**Theory**
The modelling process used by BSM is based
on dimensional analysis, using the Buckingham
Pi Theorem.

Variables of relevance to the flow of granular materials through transfer chutes are:

From these 8 variables in three dimensions, five dimensionless pi-groups can be determined:

Using the fact that the volumetric flow, and re-arranging terms, we can re-express the final pi-group as

- which we can call the **Capacity Number.**

The Froude number, which is ubiquitous in granular flow systems, expresses the ratio of the
inertial to the gravitational forces. Practical experience has shown that maintaining this
term as a constant allows close approximation to dynamic similarity in transfer chute flow.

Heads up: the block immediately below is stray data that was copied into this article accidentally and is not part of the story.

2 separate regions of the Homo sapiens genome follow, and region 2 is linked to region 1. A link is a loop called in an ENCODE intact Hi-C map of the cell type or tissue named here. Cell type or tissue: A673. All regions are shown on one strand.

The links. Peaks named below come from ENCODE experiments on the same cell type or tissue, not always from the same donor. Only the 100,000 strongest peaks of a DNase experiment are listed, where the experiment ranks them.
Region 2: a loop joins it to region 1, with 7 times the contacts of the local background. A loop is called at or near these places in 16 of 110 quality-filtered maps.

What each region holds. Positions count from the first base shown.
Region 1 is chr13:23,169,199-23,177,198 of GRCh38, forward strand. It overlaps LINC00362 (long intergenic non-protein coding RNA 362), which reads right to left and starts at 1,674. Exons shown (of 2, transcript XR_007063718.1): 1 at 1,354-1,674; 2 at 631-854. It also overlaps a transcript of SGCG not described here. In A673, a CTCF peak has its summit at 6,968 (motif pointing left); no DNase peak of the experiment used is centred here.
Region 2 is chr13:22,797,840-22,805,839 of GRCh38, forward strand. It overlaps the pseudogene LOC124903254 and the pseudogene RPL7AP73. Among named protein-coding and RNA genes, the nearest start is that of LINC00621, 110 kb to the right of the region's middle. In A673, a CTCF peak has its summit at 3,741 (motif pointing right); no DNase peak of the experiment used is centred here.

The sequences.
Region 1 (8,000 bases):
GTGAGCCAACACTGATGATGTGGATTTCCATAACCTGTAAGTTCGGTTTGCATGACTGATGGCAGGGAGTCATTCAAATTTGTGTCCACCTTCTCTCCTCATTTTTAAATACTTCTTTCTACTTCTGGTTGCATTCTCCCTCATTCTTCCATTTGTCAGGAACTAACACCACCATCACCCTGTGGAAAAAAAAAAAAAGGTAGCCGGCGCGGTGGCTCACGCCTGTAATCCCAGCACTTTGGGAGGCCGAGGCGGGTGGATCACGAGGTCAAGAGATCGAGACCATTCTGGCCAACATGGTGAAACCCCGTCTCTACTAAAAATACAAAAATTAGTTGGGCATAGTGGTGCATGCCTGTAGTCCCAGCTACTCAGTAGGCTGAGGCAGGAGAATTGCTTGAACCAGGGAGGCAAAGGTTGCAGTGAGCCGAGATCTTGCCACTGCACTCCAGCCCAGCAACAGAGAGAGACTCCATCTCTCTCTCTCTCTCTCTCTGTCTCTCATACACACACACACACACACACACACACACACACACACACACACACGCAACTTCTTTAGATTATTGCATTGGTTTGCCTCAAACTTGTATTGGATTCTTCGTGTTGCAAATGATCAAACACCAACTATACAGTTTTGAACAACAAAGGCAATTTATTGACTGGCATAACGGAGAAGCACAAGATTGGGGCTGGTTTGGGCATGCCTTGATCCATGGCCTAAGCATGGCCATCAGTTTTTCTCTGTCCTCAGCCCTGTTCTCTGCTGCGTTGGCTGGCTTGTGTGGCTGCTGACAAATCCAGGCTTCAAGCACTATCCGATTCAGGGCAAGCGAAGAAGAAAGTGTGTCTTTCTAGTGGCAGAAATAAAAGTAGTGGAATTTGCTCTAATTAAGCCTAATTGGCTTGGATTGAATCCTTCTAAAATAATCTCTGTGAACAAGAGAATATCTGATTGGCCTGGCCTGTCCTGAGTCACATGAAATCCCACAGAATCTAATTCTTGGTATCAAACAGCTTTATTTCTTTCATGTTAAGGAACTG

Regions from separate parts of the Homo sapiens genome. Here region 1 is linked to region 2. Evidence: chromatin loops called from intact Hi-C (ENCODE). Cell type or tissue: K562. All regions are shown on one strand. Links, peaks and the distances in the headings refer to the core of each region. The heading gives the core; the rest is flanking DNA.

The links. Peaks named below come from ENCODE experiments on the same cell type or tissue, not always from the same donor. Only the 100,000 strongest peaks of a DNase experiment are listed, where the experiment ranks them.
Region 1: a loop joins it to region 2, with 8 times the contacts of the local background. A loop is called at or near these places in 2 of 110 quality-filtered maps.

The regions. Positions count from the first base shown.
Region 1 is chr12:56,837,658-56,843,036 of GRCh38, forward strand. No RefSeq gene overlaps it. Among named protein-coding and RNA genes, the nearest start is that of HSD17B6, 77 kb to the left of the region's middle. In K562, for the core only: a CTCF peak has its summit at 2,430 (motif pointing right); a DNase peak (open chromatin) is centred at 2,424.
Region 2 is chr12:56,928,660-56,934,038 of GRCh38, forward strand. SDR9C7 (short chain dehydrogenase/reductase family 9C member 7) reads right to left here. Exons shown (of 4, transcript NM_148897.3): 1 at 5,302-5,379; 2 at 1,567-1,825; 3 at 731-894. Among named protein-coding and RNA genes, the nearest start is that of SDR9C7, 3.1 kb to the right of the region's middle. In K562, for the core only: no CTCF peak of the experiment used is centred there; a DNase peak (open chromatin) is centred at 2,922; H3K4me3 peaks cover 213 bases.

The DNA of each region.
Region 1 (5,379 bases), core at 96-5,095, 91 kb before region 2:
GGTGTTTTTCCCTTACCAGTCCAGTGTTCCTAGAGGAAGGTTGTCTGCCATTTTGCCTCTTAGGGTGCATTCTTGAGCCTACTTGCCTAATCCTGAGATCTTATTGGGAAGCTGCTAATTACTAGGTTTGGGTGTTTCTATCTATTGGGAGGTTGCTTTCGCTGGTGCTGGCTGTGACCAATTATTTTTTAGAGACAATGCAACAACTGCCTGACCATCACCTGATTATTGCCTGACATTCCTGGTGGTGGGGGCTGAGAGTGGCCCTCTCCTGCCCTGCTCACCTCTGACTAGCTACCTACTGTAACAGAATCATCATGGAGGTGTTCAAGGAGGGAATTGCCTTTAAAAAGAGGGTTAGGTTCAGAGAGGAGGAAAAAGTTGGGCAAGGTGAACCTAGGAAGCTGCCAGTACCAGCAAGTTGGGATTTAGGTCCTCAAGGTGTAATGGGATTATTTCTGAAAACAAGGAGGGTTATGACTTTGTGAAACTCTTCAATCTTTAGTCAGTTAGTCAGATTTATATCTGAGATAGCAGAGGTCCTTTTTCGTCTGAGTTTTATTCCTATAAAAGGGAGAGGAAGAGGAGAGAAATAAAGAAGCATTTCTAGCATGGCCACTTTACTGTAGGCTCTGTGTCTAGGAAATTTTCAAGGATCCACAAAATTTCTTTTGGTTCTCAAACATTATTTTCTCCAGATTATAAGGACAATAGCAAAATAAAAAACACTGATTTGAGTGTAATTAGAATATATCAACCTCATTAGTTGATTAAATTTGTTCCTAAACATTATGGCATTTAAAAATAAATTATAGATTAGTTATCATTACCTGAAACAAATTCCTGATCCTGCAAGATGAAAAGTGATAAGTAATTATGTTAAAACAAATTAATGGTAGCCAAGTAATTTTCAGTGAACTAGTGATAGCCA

The Capacity Number is merely an expression of the fact that the volumetric capacity varies
with the velocity and the cross sectional area.

A notable result from this analysis is that terms involving mass flows and densities can be
eliminated. This is an important result, for the practical implication is that modelling can be
performed using materials with bulk densities differing from the ore while retaining similarity.
Many people find this concept to be counter-intuitive.

Experience has shown that shape factor and angle of repose do not have a large effect on
most ore flow systems. If the ore does have unusual properties, the material used to perform
the modelling can be selected to provide the appropriate similarity.